History Personal Statement
I have always wanted to be part of an open-minded society and live in a country where originality is rewarded, so the UK came to my mind as being the best country to read my degree. My passion for the English language has developed over years of studying English at school, where I have been successful in every written and oral exam.
Studying history is very appealing to me not only because I enjoy learning about the past, but also because I believe it could help me in my future career. The study of history allows us to understand, for example, how wars were started, how civilizations grew and how our values have changed throughout the ages.
One of the aspects that I find most interesting about reading history is the challenge of having to critically analyse a wide range of sources in order to produce cohesive arguments. For example, when studying the Cold War, I had to read, analyse and compare speeches from H. Truman and A. Jdanov. I found that it was very important to use other sources, such as encyclopedias and history manuals, as well as examining the content itself in order to fully understand them.
I consider history to be the foundation of knowledge and I have found, since studying history, some aspects of life have become clearer. For example, I always thought that prejudice towards homosexuality was as old as homosexuality itself. However, when I studied classical antiquity, in particular the Roman Empire, I learnt that relationships between people of the same gender were permitted up until the moment when the Emperor Constantine, an avid supporter of Christianity, made Christianity the dominant religion in the Empire. By doing so and according to the religion’s beliefs, the people started considering homosexuality morally wrong.
My knowledge of the English language was rewarded when I was chosen to represent my school alongside another student in Naples for the European Comenius Programme. That year the project was based on organic food in today’s society; I had to make a presentation about the subject in English for the students and teachers of the various countries represented. At the end of the trip I was asked to write about my experience in Italy and subsequently my article was published in my school’s newspaper.
Now, in my last year of secondary school, I have joined a project called “Parliament of the Young” which encourages the participation of young people in their country’s political life. I am the head of a group of ten people and I am in charge of supervising all the tasks and coordinating the conclusions made at our group meetings. This project has allowed me to develop my sense of responsibility and confidence, which I hope will help me achieve my ambitions, including acquiring a degree abroad.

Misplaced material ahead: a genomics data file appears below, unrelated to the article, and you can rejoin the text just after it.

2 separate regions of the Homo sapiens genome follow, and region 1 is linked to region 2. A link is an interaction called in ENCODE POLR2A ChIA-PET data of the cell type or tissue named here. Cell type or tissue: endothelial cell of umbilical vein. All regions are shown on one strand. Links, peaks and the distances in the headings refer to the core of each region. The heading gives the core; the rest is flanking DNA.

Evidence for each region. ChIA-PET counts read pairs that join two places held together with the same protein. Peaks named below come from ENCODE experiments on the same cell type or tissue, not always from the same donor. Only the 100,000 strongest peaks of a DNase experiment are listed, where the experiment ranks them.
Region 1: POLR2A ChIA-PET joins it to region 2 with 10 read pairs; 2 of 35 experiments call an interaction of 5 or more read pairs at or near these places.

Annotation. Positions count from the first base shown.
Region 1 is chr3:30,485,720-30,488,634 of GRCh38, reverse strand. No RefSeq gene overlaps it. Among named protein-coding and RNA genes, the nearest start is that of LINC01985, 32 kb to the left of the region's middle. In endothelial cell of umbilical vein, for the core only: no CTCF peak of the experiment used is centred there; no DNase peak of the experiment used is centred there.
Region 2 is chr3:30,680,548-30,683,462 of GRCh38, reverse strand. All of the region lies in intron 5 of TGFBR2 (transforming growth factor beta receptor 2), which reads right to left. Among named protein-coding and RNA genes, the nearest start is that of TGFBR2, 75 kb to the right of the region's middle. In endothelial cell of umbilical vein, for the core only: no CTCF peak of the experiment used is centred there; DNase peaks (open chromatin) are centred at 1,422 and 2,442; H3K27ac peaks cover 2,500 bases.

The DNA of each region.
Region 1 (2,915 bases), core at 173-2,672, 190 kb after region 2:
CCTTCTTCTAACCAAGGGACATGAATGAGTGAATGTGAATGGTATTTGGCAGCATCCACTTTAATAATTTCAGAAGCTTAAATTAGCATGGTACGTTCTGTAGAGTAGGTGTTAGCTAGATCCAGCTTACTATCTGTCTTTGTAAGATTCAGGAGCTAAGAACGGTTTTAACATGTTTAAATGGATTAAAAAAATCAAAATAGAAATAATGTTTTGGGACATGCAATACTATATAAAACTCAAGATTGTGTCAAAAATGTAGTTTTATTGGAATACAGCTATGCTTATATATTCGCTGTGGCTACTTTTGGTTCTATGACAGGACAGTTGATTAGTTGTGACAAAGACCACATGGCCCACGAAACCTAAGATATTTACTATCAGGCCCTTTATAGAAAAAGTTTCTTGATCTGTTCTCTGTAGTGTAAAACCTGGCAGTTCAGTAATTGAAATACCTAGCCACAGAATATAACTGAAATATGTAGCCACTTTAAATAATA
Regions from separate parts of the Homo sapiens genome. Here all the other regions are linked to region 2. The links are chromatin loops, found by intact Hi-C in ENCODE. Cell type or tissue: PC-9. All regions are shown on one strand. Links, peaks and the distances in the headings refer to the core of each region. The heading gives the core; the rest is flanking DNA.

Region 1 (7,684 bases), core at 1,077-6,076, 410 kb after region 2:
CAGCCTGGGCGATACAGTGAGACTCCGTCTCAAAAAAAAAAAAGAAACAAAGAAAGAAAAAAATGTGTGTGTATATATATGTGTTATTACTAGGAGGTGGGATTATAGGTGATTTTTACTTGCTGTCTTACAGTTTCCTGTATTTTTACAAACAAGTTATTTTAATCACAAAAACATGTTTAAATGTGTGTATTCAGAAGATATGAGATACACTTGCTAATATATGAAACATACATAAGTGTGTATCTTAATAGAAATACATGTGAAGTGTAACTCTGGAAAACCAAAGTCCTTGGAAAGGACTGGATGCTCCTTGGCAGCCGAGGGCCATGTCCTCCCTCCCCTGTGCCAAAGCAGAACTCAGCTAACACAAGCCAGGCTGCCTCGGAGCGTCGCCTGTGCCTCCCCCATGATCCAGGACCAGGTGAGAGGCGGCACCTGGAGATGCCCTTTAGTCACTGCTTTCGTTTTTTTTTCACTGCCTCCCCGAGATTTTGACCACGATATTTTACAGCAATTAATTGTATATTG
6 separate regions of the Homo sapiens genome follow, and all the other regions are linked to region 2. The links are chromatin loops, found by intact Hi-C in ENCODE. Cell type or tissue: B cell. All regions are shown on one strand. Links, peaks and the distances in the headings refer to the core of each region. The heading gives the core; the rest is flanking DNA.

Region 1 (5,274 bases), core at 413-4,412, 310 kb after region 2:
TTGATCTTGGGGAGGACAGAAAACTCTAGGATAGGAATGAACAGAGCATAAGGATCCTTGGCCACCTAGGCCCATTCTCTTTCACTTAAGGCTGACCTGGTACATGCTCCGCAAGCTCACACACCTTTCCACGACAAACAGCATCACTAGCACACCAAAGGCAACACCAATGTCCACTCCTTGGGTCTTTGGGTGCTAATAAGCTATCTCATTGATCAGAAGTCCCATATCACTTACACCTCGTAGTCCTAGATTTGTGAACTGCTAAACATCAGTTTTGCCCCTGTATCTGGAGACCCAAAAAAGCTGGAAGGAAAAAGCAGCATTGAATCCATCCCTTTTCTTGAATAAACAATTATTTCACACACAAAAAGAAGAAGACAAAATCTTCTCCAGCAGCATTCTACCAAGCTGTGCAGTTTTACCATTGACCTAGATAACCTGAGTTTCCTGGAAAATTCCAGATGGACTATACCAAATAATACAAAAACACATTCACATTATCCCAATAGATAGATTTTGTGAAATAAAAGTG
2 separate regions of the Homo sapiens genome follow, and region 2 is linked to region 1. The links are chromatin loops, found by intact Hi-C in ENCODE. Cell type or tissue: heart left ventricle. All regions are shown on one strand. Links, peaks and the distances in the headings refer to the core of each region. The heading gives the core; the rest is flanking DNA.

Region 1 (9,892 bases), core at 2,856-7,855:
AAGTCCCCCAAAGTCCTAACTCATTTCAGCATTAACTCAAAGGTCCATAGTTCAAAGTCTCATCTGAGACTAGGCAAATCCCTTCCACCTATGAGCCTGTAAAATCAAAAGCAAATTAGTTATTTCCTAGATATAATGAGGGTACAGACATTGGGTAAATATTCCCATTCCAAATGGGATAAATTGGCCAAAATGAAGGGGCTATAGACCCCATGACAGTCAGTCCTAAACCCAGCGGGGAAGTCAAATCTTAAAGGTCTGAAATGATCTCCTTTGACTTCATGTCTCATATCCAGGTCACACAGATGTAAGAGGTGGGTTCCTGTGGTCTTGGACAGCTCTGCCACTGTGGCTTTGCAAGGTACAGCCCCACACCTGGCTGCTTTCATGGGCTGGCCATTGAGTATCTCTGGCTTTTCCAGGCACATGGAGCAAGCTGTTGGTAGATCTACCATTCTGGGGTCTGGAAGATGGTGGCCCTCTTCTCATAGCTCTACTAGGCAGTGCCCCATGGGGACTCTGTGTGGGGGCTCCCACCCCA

Over the last 2 years I have had some contact with international agencies such as the BBC and the Wall Street Journal. The experience gave me the opportunity to speak English with native speakers and to develop my knowledge of journalism. This has made me consider journalism as a possible future career. When working for the Wall Street Journal, I was asked to gather some information on students who had dropped out of school. Feedback from WSJ was very positive, they reported they were very happy with my quick response and the information I had provided and would consider using me again in the future. When working for the BBC, I was given the opportunity to work as a translator for a day which I found very enjoyable.
I am looking forward to the possibility of studying history in the UK, particularly the challenge of viewing history from a different cultural perspective. I also hope that this opportunity will allow me to meet people from a wide range of backgrounds, further my knowledge of the English language and help me achieve my future career ambitions.
I'm an European student looking forward to study in the UK, that's why I had to start it off by explaining why I'd like to study in there.